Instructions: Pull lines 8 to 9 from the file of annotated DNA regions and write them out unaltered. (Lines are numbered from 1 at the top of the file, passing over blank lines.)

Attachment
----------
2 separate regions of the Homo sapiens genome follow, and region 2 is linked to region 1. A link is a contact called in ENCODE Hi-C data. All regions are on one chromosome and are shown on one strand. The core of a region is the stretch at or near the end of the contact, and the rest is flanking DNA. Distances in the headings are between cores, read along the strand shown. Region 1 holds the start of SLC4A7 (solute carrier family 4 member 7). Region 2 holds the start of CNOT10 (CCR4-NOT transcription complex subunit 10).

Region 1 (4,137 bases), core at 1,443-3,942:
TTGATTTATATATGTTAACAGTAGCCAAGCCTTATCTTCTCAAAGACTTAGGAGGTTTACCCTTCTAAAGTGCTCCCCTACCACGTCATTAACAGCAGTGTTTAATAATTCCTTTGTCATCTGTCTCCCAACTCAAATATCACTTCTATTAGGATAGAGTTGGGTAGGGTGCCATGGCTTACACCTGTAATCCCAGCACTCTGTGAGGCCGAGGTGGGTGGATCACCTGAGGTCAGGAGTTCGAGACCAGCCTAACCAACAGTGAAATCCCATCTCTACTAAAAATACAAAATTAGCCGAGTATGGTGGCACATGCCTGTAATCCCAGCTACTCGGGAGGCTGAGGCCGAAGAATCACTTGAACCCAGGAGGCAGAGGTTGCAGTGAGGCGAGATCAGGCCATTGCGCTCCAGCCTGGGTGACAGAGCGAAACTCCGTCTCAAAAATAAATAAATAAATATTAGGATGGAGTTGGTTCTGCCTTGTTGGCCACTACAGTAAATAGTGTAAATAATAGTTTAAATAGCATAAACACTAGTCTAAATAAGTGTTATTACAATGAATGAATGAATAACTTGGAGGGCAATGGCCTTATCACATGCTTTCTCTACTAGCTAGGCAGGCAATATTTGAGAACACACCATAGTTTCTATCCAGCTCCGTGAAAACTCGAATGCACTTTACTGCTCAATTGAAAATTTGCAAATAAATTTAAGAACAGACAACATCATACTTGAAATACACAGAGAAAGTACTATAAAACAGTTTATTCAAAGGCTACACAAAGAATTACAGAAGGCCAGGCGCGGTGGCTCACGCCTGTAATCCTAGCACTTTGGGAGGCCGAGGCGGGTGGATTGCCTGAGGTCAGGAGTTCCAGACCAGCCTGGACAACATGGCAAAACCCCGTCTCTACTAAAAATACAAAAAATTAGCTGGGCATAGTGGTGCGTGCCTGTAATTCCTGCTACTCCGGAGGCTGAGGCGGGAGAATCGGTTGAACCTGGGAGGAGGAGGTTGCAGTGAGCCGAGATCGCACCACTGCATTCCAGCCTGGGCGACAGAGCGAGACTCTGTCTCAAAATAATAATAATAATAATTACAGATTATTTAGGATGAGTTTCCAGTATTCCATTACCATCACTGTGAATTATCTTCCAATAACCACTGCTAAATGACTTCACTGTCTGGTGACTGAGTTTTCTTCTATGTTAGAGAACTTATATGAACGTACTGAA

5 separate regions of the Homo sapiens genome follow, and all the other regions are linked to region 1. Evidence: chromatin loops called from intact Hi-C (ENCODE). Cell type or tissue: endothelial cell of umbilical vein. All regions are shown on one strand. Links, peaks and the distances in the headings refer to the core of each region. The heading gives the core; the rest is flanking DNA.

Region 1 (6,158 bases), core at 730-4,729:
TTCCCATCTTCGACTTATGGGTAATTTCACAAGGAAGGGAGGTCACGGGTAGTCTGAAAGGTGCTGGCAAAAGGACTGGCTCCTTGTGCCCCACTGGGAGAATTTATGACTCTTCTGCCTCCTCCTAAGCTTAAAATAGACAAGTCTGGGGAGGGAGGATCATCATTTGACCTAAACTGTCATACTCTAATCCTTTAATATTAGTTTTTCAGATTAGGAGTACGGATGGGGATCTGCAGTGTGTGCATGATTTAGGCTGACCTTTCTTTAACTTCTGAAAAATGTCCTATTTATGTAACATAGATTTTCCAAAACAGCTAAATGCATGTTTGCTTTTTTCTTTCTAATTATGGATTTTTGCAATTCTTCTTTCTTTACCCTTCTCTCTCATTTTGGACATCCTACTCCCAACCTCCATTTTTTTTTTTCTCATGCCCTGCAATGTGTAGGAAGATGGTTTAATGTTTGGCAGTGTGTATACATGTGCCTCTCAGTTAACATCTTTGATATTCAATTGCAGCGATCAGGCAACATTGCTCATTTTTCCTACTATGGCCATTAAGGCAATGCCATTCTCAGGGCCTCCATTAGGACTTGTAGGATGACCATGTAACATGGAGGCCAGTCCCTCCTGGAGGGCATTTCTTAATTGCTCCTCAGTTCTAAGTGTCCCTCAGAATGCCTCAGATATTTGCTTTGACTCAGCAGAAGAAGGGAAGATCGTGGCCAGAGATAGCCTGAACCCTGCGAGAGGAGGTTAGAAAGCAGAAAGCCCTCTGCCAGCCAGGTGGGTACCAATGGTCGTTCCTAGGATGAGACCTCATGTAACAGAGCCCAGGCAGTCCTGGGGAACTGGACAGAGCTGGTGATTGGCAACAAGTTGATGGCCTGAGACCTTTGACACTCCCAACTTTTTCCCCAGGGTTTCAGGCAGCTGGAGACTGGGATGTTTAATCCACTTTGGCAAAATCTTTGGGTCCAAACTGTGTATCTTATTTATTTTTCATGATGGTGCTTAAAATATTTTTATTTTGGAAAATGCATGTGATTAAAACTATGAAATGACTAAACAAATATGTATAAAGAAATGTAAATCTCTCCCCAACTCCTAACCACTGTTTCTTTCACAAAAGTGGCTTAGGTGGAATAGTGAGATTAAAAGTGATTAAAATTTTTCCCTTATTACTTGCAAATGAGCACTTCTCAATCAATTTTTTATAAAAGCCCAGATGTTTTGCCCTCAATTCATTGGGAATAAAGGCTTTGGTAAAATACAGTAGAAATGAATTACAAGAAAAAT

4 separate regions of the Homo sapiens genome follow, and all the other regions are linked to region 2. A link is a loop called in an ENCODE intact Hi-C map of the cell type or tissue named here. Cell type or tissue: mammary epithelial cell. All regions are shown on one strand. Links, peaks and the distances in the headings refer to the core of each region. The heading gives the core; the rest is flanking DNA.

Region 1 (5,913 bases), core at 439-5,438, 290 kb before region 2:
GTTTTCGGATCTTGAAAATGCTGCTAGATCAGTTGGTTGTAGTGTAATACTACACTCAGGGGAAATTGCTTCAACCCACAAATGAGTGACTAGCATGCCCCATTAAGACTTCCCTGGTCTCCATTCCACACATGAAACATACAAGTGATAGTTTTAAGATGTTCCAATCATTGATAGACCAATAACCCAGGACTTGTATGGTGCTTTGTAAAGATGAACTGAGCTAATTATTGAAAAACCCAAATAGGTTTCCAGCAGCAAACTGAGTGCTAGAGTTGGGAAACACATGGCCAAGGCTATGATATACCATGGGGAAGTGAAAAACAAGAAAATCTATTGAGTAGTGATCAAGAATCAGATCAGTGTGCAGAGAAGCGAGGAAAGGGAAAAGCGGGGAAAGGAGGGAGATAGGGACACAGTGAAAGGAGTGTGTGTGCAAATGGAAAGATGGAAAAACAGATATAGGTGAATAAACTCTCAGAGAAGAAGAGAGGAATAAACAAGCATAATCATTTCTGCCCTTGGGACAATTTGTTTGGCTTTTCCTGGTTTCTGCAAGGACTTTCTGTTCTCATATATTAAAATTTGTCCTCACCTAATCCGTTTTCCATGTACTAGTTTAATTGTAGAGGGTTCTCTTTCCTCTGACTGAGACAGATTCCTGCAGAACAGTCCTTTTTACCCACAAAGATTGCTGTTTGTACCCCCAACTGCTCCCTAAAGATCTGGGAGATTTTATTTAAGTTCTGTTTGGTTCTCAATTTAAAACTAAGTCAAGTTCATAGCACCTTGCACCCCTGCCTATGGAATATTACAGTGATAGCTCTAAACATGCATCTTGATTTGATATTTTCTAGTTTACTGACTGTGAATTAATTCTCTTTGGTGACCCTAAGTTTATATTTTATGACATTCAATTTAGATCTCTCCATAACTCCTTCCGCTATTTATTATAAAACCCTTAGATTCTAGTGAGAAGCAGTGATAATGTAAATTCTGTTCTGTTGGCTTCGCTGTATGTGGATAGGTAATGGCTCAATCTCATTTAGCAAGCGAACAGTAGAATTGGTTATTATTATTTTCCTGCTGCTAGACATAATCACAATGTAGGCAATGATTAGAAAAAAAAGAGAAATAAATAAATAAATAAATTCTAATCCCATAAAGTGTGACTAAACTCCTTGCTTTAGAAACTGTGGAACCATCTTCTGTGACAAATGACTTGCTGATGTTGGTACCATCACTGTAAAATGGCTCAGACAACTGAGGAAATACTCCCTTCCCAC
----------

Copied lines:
Region 1 (5,913 bases), core at 439-5,438, 290 kb before region 2:
GTTTTCGGATCTTGAAAATGCTGCTAGATCAGTTGGTTGTAGTGTAATACTACACTCAGGGGAAATTGCTTCAACCCACAAATGAGTGACTAGCATGCCCCATTAAGACTTCCCTGGTCTCCATTCCACACATGAAACATACAAGTGATAGTTTTAAGATGTTCCAATCATTGATAGACCAATAACCCAGGACTTGTATGGTGCTTTGTAAAGATGAACTGAGCTAATTATTGAAAAACCCAAATAGGTTTCCAGCAGCAAACTGAGTGCTAGAGTTGGGAAACACATGGCCAAGGCTATGATATACCATGGGGAAGTGAAAAACAAGAAAATCTATTGAGTAGTGATCAAGAATCAGATCAGTGTGCAGAGAAGCGAGGAAAGGGAAAAGCGGGGAAAGGAGGGAGATAGGGACACAGTGAAAGGAGTGTGTGTGCAAATGGAAAGATGGAAAAACAGATATAGGTGAATAAACTCTCAGAGAAGAAGAGAGGAATAAACAAGCATAATCATTTCTGCCCTTGGGACAATTTGTTTGGCTTTTCCTGGTTTCTGCAAGGACTTTCTGTTCTCATATATTAAAATTTGTCCTCACCTAATCCGTTTTCCATGTACTAGTTTAATTGTAGAGGGTTCTCTTTCCTCTGACTGAGACAGATTCCTGCAGAACAGTCCTTTTTACCCACAAAGATTGCTGTTTGTACCCCCAACTGCTCCCTAAAGATCTGGGAGATTTTATTTAAGTTCTGTTTGGTTCTCAATTTAAAACTAAGTCAAGTTCATAGCACCTTGCACCCCTGCCTATGGAATATTACAGTGATAGCTCTAAACATGCATCTTGATTTGATATTTTCTAGTTTACTGACTGTGAATTAATTCTCTTTGGTGACCCTAAGTTTATATTTTATGACATTCAATTTAGATCTCTCCATAACTCCTTCCGCTATTTATTATAAAACCCTTAGATTCTAGTGAGAAGCAGTGATAATGTAAATTCTGTTCTGTTGGCTTCGCTGTATGTGGATAGGTAATGGCTCAATCTCATTTAGCAAGCGAACAGTAGAATTGGTTATTATTATTTTCCTGCTGCTAGACATAATCACAATGTAGGCAATGATTAGAAAAAAAAGAGAAATAAATAAATAAATAAATTCTAATCCCATAAAGTGTGACTAAACTCCTTGCTTTAGAAACTGTGGAACCATCTTCTGTGACAAATGACTTGCTGATGTTGGTACCATCACTGTAAAATGGCTCAGACAACTGAGGAAATACTCCCTTCCCAC